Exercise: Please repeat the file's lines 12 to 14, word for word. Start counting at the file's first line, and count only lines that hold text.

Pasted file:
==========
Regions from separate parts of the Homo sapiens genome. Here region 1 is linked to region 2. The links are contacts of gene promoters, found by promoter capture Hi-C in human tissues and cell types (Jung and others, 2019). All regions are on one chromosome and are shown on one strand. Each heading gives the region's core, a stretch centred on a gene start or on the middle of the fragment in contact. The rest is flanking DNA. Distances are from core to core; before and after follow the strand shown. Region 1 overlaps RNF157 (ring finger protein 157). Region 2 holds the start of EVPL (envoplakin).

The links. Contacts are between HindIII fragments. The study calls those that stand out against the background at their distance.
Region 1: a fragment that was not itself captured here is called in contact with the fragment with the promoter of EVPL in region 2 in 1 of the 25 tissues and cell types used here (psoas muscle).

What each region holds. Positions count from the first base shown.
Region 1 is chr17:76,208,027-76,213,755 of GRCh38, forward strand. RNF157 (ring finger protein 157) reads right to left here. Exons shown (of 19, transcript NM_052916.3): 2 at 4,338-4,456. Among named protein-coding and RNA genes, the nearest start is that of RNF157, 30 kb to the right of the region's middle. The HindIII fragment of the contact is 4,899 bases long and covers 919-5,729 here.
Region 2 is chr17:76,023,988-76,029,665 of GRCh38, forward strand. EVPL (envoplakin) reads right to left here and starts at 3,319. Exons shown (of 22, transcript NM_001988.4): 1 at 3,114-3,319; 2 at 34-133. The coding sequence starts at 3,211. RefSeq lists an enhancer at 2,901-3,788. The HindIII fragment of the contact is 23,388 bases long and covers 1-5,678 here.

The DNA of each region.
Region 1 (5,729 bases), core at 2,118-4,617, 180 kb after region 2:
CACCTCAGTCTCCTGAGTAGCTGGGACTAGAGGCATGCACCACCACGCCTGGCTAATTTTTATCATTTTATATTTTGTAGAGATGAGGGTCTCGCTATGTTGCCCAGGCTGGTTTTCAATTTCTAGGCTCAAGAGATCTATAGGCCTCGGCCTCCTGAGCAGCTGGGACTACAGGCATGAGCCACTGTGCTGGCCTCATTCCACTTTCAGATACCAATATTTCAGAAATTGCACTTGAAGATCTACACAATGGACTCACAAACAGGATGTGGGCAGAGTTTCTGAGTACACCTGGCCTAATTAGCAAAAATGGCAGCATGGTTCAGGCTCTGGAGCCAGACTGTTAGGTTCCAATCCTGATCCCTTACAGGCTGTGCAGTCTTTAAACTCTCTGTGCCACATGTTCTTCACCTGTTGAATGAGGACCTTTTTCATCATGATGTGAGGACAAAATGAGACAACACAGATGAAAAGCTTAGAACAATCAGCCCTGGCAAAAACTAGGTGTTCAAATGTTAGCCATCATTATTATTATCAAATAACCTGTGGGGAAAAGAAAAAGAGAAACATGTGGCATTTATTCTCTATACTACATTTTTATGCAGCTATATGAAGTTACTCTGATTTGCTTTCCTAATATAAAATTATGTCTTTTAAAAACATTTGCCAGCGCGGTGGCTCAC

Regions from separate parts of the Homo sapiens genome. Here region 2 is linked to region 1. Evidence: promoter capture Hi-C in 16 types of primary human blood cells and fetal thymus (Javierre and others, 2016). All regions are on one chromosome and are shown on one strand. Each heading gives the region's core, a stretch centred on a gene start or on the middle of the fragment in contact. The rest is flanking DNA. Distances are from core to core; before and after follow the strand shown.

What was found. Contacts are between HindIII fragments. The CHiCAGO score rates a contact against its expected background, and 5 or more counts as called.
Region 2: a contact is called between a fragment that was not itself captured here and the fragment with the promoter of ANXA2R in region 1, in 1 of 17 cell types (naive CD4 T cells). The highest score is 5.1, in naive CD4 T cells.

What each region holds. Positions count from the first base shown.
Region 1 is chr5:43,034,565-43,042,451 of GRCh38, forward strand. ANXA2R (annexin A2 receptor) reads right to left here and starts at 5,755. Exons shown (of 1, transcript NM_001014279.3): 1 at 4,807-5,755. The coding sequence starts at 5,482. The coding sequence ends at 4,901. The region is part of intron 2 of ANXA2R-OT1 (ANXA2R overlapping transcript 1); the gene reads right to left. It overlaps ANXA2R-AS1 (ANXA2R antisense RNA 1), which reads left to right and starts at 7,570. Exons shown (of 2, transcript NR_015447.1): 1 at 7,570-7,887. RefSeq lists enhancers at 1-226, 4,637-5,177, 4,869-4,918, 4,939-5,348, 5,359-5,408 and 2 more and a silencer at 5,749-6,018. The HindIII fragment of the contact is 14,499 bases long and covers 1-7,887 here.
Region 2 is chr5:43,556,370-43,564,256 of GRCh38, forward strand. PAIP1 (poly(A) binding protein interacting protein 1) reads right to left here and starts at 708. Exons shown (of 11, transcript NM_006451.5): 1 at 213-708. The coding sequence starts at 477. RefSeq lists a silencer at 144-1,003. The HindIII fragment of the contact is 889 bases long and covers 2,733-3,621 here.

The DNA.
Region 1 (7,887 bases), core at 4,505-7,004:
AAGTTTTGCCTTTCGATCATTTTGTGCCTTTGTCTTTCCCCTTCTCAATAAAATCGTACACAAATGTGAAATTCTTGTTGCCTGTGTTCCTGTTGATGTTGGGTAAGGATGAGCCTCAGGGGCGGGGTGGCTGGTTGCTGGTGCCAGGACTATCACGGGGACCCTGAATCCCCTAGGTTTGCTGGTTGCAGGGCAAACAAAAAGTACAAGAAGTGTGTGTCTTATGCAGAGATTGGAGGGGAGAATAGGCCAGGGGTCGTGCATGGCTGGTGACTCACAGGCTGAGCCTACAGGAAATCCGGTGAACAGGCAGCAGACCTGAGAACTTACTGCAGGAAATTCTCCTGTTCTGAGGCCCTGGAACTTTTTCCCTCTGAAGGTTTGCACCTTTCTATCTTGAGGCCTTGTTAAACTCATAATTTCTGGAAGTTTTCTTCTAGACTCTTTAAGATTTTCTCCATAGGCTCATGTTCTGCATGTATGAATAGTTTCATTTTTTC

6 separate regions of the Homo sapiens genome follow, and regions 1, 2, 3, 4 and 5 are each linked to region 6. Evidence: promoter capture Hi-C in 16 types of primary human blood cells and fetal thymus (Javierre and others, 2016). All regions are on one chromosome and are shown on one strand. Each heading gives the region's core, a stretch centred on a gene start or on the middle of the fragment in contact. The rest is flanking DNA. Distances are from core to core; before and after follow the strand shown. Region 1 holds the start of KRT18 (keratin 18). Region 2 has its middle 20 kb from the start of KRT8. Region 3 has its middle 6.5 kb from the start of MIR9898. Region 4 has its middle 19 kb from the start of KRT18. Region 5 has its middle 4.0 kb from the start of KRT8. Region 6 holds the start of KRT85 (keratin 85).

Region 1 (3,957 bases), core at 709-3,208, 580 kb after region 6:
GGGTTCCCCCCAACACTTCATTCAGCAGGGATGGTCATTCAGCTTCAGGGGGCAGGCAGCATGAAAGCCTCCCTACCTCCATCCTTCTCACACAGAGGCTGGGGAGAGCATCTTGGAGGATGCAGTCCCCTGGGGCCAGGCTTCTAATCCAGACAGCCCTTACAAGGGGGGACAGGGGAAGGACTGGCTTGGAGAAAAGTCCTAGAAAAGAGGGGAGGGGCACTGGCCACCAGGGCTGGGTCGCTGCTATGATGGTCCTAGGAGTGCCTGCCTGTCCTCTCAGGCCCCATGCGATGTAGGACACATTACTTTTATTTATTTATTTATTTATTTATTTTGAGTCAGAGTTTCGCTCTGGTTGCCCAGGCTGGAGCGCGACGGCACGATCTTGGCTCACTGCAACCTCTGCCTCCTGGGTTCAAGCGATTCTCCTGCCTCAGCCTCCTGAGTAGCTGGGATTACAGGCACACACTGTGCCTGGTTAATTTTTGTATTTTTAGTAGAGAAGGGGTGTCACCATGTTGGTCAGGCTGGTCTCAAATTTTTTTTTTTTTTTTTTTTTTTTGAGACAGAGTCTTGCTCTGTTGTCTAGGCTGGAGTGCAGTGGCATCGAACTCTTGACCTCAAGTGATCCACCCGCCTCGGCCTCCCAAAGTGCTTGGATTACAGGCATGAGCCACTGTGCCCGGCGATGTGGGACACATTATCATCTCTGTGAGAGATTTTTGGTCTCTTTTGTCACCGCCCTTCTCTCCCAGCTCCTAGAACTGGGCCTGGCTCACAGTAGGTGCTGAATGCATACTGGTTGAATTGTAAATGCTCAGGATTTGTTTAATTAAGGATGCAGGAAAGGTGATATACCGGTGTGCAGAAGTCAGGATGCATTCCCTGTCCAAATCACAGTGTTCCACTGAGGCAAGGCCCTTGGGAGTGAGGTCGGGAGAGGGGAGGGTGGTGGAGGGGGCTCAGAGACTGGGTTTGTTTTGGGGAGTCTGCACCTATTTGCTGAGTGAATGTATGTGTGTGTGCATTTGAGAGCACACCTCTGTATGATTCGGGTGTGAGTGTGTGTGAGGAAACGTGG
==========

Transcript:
Region 2: a contact is called between a fragment that was not itself captured here and the fragment with the promoter of ANXA2R in region 1, in 1 of 17 cell types (naive CD4 T cells). The highest score is 5.1, in naive CD4 T cells.

What each region holds. Positions count from the first base shown.
Region 1 is chr5:43,034,565-43,042,451 of GRCh38, forward strand. ANXA2R (annexin A2 receptor) reads right to left here and starts at 5,755. Exons shown (of 1, transcript NM_001014279.3): 1 at 4,807-5,755. The coding sequence starts at 5,482. The coding sequence ends at 4,901. The region is part of intron 2 of ANXA2R-OT1 (ANXA2R overlapping transcript 1); the gene reads right to left. It overlaps ANXA2R-AS1 (ANXA2R antisense RNA 1), which reads left to right and starts at 7,570. Exons shown (of 2, transcript NR_015447.1): 1 at 7,570-7,887. RefSeq lists enhancers at 1-226, 4,637-5,177, 4,869-4,918, 4,939-5,348, 5,359-5,408 and 2 more and a silencer at 5,749-6,018. The HindIII fragment of the contact is 14,499 bases long and covers 1-7,887 here.